From the faces in line at the post office and mailing stations around town, it is fair to surmise the popularity of this day is not in celebration of the great American Institution, the IRS, but rather in spite of.
1696- The window tax. King William III concluded taxing by the number of windows one owned was far less an invasive than a straight income tax. As structures grew with wealth and hence more windows, they expected it to be seen as fair. The result: Bricked up facades where windows used to be.
1712- The wallpaper tax. During Queen Anne's reign, what was more a luxury item than printed wallpaper? To tax this purely decorative item, it would impact only the rich. The rich discovered they could purchase plain wall paper. Once hung, it could be hand stenciled without incurring a tax.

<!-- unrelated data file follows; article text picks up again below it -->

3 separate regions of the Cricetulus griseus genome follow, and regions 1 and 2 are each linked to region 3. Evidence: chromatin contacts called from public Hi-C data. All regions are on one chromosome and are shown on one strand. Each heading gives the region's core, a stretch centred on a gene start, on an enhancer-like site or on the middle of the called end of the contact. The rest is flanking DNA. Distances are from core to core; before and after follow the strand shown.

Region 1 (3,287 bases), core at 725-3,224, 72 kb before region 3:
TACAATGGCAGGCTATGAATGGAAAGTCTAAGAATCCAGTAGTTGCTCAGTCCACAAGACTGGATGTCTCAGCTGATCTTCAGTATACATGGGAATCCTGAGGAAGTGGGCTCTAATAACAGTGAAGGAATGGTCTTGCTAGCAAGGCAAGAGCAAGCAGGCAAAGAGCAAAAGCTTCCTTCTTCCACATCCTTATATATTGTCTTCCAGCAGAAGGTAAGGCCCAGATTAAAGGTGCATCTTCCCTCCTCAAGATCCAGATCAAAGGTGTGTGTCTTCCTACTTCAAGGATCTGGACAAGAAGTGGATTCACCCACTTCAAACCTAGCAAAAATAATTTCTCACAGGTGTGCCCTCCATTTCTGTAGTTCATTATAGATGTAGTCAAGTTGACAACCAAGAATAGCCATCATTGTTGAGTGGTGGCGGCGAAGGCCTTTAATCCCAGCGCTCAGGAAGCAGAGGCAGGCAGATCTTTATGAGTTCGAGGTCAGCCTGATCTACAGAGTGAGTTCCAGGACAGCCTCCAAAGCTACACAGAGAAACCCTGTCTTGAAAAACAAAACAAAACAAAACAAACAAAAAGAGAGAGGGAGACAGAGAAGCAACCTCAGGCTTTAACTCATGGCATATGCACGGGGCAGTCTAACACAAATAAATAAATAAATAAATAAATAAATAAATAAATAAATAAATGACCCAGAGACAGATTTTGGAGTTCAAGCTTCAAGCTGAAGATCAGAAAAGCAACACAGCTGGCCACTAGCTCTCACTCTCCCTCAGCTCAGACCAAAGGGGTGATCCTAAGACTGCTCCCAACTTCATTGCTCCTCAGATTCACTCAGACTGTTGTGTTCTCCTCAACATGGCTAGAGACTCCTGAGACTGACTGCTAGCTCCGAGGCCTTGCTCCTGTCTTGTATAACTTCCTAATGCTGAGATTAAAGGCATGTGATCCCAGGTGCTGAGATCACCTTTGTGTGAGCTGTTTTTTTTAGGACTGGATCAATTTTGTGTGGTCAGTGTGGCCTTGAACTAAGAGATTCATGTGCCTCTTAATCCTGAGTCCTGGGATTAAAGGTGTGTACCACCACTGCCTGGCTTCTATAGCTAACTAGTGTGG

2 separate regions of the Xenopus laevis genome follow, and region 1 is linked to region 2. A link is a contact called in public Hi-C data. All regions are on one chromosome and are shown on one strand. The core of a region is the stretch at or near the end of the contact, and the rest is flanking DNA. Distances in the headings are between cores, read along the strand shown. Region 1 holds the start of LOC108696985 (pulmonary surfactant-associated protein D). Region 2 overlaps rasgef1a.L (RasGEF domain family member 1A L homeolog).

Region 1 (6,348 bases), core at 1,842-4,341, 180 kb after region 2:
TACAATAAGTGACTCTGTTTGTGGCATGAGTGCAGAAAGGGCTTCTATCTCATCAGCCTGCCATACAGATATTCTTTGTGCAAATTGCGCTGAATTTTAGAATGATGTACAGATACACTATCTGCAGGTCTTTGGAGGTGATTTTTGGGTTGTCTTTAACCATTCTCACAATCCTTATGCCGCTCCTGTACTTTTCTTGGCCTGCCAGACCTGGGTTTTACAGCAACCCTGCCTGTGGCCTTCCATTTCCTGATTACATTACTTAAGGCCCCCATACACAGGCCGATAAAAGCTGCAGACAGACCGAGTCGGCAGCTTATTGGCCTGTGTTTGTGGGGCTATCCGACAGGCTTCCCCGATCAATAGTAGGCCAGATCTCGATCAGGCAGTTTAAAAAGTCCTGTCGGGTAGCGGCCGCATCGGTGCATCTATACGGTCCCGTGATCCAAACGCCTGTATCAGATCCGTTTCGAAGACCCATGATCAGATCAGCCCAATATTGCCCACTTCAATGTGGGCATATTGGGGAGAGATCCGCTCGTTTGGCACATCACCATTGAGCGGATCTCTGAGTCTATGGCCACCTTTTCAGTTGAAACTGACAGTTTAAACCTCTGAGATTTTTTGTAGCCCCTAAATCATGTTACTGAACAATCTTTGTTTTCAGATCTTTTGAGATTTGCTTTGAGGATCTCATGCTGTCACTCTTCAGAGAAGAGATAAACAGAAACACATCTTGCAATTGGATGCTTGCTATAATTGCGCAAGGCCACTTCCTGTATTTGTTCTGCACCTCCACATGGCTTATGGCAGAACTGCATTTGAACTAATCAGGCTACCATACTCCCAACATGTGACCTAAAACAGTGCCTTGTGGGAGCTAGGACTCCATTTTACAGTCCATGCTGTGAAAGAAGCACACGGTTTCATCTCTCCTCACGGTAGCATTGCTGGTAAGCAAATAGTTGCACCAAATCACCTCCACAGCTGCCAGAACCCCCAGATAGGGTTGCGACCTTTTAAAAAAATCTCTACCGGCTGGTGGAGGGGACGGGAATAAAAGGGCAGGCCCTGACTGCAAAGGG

1773.King George III. The Tea Tax. Three words: Boston Tea Party.
1784.The Brick Tax. King George III needed to pay for the war against the American colonials. With the same reasoning as the window tax, a fee was levied based upon lots of a 1,000 bricks. The result- bricks were manufactured in larger sizes. The burden of the tax caused business failures in construction. Architecture changed to accommodate non-taxed building materials.
My conclusion. Fairness is in the eye of the beholder. Until textbooks, line graphs and pie charts pay taxes, the human spirit must reign . For the government to raise revenue from people and institutions run by people, there is only one way to raise revenue. Through the encouragement of commerce.
Images by Gene Sasse. Used with permission.